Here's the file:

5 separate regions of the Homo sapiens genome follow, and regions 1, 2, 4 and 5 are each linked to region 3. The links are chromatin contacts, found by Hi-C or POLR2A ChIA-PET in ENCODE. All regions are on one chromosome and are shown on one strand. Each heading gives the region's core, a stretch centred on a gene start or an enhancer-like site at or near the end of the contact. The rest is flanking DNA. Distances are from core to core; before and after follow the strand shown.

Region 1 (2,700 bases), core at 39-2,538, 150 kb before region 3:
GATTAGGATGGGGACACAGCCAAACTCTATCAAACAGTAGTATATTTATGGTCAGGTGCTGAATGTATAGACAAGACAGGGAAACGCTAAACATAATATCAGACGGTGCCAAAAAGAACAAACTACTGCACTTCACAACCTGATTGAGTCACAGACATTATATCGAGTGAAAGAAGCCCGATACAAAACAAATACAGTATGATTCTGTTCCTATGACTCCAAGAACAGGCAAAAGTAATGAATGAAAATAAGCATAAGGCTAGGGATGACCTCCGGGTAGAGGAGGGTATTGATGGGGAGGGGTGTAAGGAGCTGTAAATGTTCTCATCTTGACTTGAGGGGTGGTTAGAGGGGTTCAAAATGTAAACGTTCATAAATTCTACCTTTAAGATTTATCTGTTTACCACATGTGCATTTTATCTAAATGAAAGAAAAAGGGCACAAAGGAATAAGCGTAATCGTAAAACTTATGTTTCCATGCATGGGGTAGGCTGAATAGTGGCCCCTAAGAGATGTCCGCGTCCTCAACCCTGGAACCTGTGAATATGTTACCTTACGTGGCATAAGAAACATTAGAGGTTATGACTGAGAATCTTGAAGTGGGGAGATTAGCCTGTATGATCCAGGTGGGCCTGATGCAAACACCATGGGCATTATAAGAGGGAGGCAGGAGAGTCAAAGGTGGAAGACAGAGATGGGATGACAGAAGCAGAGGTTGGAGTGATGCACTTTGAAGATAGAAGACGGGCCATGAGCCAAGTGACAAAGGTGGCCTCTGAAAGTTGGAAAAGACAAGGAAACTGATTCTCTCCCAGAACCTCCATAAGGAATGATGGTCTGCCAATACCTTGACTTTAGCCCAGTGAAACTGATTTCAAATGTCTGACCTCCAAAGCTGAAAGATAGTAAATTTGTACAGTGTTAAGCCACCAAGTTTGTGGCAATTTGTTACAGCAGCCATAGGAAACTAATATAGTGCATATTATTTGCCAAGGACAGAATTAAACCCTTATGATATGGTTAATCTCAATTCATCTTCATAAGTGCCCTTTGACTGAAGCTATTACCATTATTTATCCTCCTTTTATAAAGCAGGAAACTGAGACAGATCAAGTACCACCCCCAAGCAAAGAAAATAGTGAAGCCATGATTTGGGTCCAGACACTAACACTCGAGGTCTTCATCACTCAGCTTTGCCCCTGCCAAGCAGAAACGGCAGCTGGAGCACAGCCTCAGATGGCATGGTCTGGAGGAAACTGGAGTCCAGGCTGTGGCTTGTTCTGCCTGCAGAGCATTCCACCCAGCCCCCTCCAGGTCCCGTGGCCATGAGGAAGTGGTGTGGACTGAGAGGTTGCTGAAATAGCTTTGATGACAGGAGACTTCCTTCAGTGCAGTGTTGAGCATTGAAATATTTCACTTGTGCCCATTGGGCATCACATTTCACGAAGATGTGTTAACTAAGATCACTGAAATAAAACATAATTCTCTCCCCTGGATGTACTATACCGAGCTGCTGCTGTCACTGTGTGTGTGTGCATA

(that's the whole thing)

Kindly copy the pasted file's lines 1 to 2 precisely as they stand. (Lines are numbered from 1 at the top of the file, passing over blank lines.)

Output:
5 separate regions of the Homo sapiens genome follow, and regions 1, 2, 4 and 5 are each linked to region 3. The links are chromatin contacts, found by Hi-C or POLR2A ChIA-PET in ENCODE. All regions are on one chromosome and are shown on one strand. Each heading gives the region's core, a stretch centred on a gene start or an enhancer-like site at or near the end of the contact. The rest is flanking DNA. Distances are from core to core; before and after follow the strand shown.

Region 1 (2,700 bases), core at 39-2,538, 150 kb before region 3: